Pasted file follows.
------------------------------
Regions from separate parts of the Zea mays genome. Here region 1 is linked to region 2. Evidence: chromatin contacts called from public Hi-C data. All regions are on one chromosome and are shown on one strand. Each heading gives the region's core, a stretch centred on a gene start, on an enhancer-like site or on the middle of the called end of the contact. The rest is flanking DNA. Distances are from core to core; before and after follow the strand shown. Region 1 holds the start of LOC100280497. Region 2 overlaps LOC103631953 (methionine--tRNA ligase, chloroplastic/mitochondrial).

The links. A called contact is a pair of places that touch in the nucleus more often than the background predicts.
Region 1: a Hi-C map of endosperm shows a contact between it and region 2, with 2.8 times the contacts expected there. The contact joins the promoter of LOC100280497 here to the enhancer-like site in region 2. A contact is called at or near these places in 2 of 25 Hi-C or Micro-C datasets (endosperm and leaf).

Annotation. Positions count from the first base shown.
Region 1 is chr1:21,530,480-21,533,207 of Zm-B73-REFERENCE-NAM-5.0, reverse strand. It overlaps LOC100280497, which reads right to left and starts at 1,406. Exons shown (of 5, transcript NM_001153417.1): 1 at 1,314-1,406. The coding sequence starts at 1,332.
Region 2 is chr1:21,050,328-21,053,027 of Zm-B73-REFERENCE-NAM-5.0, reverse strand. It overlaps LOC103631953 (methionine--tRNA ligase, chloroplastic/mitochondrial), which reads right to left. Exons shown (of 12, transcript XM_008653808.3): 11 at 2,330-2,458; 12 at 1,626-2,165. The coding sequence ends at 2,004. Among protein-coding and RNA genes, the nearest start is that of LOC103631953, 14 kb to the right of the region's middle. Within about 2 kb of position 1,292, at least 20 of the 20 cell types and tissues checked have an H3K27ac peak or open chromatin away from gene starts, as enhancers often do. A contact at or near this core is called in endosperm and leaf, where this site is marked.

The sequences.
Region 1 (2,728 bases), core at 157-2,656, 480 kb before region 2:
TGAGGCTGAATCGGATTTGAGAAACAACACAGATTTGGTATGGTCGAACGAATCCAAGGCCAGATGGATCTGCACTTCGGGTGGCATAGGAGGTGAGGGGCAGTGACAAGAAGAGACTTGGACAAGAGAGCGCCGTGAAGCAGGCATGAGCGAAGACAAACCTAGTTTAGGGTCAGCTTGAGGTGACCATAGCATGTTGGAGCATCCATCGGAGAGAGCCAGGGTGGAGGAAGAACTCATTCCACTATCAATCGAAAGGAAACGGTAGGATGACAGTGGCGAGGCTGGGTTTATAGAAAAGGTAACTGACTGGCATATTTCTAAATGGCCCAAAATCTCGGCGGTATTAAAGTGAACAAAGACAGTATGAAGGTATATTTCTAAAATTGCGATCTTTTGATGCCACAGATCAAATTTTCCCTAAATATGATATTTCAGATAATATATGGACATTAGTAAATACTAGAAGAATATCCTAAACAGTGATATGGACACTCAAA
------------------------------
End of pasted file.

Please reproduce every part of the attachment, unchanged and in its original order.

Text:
Regions from separate parts of the Zea mays genome. Here region 1 is linked to region 2. Evidence: chromatin contacts called from public Hi-C data. All regions are on one chromosome and are shown on one strand. Each heading gives the region's core, a stretch centred on a gene start, on an enhancer-like site or on the middle of the called end of the contact. The rest is flanking DNA. Distances are from core to core; before and after follow the strand shown. Region 1 holds the start of LOC100280497. Region 2 overlaps LOC103631953 (methionine--tRNA ligase, chloroplastic/mitochondrial).

The links. A called contact is a pair of places that touch in the nucleus more often than the background predicts.
Region 1: a Hi-C map of endosperm shows a contact between it and region 2, with 2.8 times the contacts expected there. The contact joins the promoter of LOC100280497 here to the enhancer-like site in region 2. A contact is called at or near these places in 2 of 25 Hi-C or Micro-C datasets (endosperm and leaf).

Annotation. Positions count from the first base shown.
Region 1 is chr1:21,530,480-21,533,207 of Zm-B73-REFERENCE-NAM-5.0, reverse strand. It overlaps LOC100280497, which reads right to left and starts at 1,406. Exons shown (of 5, transcript NM_001153417.1): 1 at 1,314-1,406. The coding sequence starts at 1,332.
Region 2 is chr1:21,050,328-21,053,027 of Zm-B73-REFERENCE-NAM-5.0, reverse strand. It overlaps LOC103631953 (methionine--tRNA ligase, chloroplastic/mitochondrial), which reads right to left. Exons shown (of 12, transcript XM_008653808.3): 11 at 2,330-2,458; 12 at 1,626-2,165. The coding sequence ends at 2,004. Among protein-coding and RNA genes, the nearest start is that of LOC103631953, 14 kb to the right of the region's middle. Within about 2 kb of position 1,292, at least 20 of the 20 cell types and tissues checked have an H3K27ac peak or open chromatin away from gene starts, as enhancers often do. A contact at or near this core is called in endosperm and leaf, where this site is marked.

The sequences.
Region 1 (2,728 bases), core at 157-2,656, 480 kb before region 2:
TGAGGCTGAATCGGATTTGAGAAACAACACAGATTTGGTATGGTCGAACGAATCCAAGGCCAGATGGATCTGCACTTCGGGTGGCATAGGAGGTGAGGGGCAGTGACAAGAAGAGACTTGGACAAGAGAGCGCCGTGAAGCAGGCATGAGCGAAGACAAACCTAGTTTAGGGTCAGCTTGAGGTGACCATAGCATGTTGGAGCATCCATCGGAGAGAGCCAGGGTGGAGGAAGAACTCATTCCACTATCAATCGAAAGGAAACGGTAGGATGACAGTGGCGAGGCTGGGTTTATAGAAAAGGTAACTGACTGGCATATTTCTAAATGGCCCAAAATCTCGGCGGTATTAAAGTGAACAAAGACAGTATGAAGGTATATTTCTAAAATTGCGATCTTTTGATGCCACAGATCAAATTTTCCCTAAATATGATATTTCAGATAATATATGGACATTAGTAAATACTAGAAGAATATCCTAAACAGTGATATGGACACTCAAA